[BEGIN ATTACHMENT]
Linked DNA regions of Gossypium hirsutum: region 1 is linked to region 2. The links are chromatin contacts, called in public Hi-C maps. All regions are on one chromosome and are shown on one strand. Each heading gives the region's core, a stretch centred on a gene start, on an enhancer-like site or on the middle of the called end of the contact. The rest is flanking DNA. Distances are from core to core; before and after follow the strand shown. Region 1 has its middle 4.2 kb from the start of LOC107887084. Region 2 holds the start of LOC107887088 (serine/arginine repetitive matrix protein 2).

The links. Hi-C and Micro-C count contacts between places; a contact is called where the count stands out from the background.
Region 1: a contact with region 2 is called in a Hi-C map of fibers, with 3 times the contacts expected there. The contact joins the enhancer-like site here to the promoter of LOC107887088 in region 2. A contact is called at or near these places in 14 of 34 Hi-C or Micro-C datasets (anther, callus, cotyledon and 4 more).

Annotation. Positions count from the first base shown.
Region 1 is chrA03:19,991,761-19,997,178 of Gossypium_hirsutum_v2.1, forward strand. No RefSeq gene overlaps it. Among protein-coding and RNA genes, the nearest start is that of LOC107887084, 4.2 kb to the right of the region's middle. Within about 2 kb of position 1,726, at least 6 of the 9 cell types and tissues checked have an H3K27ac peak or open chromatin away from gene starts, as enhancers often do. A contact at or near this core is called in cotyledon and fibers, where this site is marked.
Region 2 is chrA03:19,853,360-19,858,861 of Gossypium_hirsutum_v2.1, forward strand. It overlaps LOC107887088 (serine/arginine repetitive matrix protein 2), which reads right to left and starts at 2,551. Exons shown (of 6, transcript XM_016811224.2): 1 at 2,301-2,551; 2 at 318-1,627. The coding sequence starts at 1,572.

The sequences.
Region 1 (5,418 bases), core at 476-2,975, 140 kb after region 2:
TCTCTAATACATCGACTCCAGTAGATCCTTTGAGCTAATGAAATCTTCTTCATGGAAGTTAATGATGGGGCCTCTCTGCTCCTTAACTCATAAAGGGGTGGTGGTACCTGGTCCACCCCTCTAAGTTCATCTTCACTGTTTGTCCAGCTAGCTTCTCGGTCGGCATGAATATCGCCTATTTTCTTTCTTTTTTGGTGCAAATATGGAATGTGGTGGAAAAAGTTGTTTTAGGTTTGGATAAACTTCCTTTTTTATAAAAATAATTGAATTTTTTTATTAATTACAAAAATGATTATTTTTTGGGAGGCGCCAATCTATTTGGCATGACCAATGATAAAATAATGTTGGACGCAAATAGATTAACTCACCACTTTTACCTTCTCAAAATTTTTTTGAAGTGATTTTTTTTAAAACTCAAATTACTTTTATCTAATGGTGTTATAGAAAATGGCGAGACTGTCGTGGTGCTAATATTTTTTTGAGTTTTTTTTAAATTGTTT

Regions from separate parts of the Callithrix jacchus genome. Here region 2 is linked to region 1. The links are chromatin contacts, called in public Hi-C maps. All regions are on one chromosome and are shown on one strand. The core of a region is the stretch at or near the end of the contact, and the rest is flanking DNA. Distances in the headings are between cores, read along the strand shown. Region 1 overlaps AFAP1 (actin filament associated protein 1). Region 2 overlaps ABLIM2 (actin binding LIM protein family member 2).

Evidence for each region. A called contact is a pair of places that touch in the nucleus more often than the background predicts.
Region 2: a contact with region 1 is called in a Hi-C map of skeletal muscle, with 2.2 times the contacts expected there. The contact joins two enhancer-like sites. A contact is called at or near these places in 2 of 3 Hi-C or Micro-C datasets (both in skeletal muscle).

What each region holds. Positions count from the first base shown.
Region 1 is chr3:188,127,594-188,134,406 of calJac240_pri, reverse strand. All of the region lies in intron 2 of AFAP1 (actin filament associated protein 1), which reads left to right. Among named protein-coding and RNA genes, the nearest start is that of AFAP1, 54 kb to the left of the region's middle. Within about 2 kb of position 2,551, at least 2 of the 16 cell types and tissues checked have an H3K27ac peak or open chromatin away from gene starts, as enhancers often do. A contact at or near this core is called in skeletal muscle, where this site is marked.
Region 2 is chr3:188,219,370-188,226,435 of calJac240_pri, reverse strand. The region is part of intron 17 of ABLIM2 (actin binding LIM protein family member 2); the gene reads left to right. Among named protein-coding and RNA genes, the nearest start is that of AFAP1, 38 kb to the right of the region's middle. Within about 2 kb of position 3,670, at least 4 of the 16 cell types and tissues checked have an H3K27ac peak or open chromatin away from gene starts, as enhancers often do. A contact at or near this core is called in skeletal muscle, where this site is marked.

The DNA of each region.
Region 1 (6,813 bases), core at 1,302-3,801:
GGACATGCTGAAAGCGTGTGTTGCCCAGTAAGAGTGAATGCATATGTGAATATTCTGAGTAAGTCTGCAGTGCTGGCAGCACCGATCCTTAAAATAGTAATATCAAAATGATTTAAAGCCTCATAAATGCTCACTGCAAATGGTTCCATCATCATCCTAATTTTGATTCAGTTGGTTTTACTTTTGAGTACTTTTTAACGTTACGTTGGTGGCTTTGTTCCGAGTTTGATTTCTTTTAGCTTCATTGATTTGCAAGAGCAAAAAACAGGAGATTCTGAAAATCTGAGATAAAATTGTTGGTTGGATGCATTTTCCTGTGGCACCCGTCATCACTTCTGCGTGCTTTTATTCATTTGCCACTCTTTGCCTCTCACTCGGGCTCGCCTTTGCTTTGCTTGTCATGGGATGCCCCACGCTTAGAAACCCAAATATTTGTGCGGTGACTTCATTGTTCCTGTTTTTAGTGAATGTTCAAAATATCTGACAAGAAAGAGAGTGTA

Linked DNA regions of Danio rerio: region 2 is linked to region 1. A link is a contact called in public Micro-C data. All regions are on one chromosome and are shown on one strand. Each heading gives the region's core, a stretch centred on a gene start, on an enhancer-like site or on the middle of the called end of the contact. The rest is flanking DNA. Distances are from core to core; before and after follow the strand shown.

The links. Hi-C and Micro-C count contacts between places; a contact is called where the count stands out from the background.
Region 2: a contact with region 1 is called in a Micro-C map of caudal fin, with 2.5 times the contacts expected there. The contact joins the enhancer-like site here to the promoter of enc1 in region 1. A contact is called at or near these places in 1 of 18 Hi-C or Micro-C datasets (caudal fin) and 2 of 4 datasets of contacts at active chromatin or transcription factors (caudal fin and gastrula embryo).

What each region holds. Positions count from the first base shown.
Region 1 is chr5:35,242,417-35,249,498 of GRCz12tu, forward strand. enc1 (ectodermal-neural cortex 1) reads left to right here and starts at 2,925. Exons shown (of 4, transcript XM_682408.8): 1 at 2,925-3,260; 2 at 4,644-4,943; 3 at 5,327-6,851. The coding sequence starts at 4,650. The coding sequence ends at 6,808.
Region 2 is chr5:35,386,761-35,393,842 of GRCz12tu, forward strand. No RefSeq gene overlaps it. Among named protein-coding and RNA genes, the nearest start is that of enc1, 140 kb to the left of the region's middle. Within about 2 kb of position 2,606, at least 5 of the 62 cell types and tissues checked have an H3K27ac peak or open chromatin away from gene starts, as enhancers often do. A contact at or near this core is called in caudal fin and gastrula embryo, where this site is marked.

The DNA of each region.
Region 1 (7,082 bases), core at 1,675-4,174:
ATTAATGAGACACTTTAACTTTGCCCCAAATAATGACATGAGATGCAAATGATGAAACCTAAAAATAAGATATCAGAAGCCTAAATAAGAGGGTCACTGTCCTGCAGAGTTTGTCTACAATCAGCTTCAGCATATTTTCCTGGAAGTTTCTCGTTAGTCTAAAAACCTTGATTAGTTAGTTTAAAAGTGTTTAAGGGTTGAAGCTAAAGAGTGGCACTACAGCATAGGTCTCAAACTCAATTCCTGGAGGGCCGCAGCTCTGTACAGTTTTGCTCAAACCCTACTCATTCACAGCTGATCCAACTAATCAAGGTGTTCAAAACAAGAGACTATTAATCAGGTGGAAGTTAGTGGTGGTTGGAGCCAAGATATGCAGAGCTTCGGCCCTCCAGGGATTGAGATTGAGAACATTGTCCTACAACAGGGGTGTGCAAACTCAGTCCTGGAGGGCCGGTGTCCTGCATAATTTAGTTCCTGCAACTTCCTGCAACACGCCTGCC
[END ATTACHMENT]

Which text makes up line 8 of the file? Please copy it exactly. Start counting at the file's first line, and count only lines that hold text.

Region 1 (5,418 bases), core at 476-2,975, 140 kb after region 2: